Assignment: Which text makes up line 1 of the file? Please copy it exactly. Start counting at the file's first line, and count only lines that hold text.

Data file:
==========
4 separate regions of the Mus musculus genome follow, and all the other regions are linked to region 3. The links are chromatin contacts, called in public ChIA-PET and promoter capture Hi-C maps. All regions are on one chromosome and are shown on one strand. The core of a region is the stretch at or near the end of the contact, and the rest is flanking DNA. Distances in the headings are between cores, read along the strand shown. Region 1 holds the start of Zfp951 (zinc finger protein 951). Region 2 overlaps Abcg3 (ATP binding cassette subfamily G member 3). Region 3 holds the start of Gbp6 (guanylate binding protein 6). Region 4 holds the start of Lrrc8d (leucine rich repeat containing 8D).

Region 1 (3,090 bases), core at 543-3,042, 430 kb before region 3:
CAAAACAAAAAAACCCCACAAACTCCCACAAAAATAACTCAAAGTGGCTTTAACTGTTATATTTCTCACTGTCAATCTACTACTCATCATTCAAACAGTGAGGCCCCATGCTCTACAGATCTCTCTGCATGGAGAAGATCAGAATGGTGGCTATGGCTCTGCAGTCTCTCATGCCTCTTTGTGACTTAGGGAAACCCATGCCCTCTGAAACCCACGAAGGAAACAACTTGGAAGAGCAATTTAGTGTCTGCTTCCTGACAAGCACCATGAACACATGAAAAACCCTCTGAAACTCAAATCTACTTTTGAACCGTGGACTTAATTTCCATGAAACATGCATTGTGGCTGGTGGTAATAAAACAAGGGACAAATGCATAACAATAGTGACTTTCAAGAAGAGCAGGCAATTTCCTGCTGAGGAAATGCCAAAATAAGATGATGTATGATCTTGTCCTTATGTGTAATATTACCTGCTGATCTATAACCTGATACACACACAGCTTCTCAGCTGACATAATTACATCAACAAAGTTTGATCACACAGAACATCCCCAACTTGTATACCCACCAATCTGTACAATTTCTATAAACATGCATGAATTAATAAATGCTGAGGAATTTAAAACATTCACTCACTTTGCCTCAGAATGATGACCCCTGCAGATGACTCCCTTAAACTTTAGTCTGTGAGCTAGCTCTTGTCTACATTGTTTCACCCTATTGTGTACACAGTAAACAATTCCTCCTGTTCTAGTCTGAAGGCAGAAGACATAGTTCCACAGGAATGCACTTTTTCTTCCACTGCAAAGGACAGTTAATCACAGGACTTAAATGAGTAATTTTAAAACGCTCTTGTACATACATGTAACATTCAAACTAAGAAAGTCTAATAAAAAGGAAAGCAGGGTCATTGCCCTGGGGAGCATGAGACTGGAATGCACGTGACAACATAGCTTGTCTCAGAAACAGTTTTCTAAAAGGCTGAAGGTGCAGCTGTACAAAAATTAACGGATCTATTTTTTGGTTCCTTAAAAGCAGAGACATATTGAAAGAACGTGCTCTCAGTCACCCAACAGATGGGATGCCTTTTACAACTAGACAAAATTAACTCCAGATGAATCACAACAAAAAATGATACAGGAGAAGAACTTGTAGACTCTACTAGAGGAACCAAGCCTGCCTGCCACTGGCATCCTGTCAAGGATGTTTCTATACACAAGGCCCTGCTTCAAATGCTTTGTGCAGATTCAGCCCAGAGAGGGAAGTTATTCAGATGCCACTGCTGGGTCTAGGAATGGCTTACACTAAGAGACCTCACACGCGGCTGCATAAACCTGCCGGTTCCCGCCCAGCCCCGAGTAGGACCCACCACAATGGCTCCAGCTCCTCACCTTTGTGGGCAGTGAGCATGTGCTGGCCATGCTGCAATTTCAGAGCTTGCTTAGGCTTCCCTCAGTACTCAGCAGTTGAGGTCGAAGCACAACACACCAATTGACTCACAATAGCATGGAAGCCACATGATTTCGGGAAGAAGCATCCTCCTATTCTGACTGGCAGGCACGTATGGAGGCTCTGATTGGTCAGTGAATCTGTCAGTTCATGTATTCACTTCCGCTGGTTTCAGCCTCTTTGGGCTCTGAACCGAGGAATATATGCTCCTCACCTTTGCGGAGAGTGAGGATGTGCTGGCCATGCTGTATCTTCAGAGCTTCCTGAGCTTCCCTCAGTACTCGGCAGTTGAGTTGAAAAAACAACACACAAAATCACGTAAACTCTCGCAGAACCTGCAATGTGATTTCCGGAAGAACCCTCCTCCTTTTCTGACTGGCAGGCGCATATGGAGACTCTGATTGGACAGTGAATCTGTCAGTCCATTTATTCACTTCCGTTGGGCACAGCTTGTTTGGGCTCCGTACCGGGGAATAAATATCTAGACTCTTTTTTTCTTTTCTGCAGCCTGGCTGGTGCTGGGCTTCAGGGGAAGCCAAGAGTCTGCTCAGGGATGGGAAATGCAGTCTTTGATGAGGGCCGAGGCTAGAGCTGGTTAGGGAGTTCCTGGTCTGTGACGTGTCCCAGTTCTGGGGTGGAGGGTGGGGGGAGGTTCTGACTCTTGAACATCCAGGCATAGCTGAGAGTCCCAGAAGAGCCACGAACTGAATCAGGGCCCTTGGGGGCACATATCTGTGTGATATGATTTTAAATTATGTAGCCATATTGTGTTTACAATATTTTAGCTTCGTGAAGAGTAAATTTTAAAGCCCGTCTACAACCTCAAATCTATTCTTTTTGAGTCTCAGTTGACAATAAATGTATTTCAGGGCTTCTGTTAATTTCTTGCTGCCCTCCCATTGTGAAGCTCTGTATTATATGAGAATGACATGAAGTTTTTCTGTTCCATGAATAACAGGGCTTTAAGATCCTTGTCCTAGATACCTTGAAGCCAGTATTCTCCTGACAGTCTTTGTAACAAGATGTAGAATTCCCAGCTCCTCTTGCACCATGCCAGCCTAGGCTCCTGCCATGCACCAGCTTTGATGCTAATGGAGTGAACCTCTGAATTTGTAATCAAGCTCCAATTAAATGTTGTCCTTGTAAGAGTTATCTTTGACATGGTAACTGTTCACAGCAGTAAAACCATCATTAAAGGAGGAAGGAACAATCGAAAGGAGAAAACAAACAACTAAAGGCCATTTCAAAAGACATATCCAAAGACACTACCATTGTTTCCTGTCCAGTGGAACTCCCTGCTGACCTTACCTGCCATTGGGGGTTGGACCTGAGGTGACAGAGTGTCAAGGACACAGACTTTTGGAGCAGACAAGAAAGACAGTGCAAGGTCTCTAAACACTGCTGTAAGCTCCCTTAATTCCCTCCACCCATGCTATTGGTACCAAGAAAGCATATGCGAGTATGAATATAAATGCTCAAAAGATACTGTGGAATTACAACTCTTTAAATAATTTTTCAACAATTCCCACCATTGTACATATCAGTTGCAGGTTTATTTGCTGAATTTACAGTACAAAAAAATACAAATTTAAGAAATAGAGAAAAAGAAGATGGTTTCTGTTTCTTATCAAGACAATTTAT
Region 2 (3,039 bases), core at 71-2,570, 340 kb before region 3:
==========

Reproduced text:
4 separate regions of the Mus musculus genome follow, and all the other regions are linked to region 3. The links are chromatin contacts, called in public ChIA-PET and promoter capture Hi-C maps. All regions are on one chromosome and are shown on one strand. The core of a region is the stretch at or near the end of the contact, and the rest is flanking DNA. Distances in the headings are between cores, read along the strand shown. Region 1 holds the start of Zfp951 (zinc finger protein 951). Region 2 overlaps Abcg3 (ATP binding cassette subfamily G member 3). Region 3 holds the start of Gbp6 (guanylate binding protein 6). Region 4 holds the start of Lrrc8d (leucine rich repeat containing 8D).